2. Very thoughtful article. Ultimately, I like very much your statement that there is room for all of us to do it our own way and still be right. I am not in love with the co-ed sleepover idea but appreciate very much the host parents’ position and think they just really want to keep kids safe and want to be able to account for all children that have come to their house, male or female. The end result is the co-ed sleepover, usually heavily chaperoned. In trying to make the decision for my child, I am reminded of something that happened when my children were small. They had sibling friends over whose parents never had snacks in the house. No chips, no chocolate chip cookies, no Air Heads. We have the famous Snack Drawer, stuffed with snacks. Half the time this drawer was ignored by my children. I tossed out candy that had gotten old and chips that had gotten stale. But the “deprived-of-snacks-children” that showed up that day, and subsequent days, could hardly play with my kids for wanting to check out the snack drawer! That which is withheld is so much more interesting. Obviously this isn’t the answer entirely either. We can’t just leave all the “snacks” out all of the time. But occasionally for the kid that tows the line, has never given me a reason not to trust her, and who will soon be leaving my house to make ALL of the decisions herself I’m going to continue to trust her to behave responsibly when the snack drawer is open.

  3. My first thought when reading this was: I cannot believe there is such a thing as a co-ed sleepover! I am certainly not naive, or over the age of seventy and I am astounded! I am completely in the camp of your husband that the co-ed sleepover is the opening up a huge door of opportunity that is not necessary to be opened.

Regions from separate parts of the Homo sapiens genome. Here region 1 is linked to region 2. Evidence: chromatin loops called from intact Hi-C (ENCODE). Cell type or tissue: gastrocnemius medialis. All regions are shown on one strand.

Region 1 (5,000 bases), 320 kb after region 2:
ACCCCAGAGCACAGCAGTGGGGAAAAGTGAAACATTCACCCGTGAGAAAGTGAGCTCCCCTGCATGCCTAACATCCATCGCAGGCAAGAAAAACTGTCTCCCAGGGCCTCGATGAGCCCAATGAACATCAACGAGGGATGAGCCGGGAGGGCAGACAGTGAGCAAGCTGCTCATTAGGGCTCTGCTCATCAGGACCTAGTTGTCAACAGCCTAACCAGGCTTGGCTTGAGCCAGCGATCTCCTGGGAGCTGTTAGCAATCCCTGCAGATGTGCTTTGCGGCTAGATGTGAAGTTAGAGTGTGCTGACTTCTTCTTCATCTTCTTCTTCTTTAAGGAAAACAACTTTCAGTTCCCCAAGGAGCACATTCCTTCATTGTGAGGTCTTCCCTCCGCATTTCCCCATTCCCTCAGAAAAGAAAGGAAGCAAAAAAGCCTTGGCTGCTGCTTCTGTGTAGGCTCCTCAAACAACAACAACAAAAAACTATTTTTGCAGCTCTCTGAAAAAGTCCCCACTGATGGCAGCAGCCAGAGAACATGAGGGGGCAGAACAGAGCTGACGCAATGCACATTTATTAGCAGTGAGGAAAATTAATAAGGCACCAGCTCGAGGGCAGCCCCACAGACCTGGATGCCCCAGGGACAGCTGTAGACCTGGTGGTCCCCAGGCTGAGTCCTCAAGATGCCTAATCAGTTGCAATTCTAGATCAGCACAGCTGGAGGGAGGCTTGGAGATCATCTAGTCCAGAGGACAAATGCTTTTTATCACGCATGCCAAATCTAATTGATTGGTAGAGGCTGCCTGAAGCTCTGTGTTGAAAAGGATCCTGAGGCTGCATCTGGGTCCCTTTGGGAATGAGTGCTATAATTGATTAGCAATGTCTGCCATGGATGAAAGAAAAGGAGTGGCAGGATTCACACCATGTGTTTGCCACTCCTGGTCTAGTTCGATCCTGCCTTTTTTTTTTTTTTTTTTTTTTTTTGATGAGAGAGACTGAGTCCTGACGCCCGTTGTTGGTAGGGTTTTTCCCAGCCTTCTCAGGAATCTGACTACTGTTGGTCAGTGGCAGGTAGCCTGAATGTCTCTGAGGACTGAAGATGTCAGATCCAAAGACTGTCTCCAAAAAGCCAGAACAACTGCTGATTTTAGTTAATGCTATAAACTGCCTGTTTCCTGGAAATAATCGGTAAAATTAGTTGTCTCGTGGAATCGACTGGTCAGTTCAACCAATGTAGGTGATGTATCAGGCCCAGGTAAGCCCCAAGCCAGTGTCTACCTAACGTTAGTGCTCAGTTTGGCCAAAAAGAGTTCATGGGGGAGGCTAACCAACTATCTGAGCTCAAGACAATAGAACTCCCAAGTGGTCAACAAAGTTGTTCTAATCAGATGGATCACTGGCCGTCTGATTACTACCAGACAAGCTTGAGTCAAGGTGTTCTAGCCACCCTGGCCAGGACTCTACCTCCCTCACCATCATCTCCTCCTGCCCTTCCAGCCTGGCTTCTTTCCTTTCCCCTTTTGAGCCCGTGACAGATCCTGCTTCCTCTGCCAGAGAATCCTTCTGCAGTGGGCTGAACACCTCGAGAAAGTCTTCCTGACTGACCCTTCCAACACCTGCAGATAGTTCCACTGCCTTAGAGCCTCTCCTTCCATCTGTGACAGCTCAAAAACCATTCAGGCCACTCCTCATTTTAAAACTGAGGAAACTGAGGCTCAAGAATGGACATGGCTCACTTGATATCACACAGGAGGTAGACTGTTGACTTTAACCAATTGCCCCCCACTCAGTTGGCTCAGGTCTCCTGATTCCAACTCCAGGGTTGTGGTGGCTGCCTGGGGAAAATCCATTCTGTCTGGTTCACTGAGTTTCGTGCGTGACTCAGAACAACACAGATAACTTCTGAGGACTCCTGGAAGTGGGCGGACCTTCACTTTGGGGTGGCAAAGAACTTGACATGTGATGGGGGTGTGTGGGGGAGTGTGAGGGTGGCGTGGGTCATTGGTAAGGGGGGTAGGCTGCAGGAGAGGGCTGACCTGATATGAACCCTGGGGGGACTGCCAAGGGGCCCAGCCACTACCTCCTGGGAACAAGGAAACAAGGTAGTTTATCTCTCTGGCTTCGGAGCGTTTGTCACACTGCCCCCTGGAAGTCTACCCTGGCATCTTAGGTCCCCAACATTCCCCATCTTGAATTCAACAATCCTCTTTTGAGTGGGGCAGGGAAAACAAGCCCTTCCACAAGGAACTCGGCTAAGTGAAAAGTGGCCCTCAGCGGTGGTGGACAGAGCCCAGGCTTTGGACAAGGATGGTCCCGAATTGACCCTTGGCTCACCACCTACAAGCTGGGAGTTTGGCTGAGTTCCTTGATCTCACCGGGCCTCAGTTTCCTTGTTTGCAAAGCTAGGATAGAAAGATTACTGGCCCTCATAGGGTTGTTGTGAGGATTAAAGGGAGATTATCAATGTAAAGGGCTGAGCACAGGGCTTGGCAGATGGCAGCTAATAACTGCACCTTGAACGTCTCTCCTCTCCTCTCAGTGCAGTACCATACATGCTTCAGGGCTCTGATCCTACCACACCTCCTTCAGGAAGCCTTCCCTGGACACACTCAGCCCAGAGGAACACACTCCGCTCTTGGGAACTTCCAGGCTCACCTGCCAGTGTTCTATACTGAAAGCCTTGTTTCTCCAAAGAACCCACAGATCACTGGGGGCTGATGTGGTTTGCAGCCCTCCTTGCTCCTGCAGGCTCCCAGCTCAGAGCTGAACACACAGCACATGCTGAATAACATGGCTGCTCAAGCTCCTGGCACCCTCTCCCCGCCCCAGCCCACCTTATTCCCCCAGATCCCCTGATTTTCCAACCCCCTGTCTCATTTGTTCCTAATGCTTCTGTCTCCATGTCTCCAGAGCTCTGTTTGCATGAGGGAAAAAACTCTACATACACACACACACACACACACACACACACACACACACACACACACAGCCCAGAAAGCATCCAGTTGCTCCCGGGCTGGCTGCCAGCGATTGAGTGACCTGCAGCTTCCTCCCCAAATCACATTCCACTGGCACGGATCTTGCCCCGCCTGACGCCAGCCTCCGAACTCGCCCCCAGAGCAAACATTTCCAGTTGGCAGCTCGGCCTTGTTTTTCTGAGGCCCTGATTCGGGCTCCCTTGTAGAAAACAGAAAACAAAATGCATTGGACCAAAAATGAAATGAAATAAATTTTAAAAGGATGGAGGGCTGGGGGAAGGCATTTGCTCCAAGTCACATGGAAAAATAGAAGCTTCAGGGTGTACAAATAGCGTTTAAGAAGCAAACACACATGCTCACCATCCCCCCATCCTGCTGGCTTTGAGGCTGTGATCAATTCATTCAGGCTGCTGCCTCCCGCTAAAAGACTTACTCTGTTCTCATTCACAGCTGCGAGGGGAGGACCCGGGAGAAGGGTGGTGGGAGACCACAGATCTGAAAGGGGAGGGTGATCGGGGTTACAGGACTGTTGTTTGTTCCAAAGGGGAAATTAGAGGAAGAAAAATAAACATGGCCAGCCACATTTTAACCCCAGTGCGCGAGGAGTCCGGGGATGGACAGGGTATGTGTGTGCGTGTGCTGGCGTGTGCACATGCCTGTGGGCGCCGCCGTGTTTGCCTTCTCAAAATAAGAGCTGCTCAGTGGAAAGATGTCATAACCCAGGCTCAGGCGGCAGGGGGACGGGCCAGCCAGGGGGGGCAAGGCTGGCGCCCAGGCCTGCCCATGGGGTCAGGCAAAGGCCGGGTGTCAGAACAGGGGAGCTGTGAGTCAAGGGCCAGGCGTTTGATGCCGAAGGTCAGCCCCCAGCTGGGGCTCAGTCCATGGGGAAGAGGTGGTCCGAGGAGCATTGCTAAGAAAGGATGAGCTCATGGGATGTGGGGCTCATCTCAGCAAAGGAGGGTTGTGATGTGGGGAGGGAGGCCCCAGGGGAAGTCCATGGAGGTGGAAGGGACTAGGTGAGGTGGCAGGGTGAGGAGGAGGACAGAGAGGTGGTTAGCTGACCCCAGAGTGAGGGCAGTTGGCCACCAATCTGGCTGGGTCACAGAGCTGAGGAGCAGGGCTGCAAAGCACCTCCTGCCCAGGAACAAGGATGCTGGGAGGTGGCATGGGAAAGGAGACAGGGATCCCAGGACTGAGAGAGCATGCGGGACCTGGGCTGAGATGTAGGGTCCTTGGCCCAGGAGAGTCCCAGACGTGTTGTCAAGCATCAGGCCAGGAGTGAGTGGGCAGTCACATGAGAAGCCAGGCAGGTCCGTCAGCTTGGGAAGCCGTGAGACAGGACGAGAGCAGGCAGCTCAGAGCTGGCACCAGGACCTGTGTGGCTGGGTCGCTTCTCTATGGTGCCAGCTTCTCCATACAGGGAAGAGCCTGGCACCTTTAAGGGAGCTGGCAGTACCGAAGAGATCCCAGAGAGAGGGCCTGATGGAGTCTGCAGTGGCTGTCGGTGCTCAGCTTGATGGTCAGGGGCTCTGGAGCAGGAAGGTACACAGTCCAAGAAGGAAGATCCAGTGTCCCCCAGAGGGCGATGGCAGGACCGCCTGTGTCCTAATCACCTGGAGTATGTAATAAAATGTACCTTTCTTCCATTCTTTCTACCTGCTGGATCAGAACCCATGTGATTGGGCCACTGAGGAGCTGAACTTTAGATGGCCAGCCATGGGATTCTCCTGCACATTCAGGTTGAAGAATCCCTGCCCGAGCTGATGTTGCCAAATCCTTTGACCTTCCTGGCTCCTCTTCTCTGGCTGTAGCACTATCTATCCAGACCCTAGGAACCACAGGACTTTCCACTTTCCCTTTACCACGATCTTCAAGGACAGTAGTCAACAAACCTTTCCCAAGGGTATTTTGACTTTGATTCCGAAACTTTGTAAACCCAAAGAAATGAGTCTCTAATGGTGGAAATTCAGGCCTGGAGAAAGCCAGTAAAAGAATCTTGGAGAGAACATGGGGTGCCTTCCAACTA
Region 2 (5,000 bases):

I am having trouble understanding how a pre-prom party, the prom itself, a post-prom party and a post-post prom party is not enough time to hang out with friends. I also do not think you have deprived your daughter of any experiences (quite the opposite) that would cause her to rebel or overindulge in the snack drawer. You can trust your child, respect your child and fully believe they would make wise decisions and still say no situations or environments that implicitly condone (or at least facilitate) certain behaviors.
    As far as the argument regarding safety, I find it hard to believe there wouldn’t be parents willing to pick their kids and friends up from various spots.
    You have to sleep at night (especially the night of the prom) with what you allowed for you daughter. For some people, that night’s sleep would be just fine (or fine enough) while their kids were at the co-ed sleepover. For you, knowing that it was an unpopular decision was easier to sleep on than allowing her to attend. Popular or not.

  4. Our poor first child. We have to do all our angst-ing with her. She did not attend the co-ed sleepover, because we had delivered a firm “no”, although she stayed at a girlfriend’s house. It was fine, all fine. They got dressed up, and looked beautiful. They pinned on boutonnieres, donned wrist corsages, and drove off for their right of passage – PROM. I have to wonder, with the benefit of hind-sight, who was more ramped up about Prom, the kids or the parents (us)? They spent weeks talking about plans, created a Facebook page so the girls could coordinate dresses to avoid the dreaded duplicate (“OMG! My dress looks so much better on HER!”), talked about post-prom, who was staying who was leaving for the parties, and ultimately, they just went and had a good time. Even without the co-ed sleepover.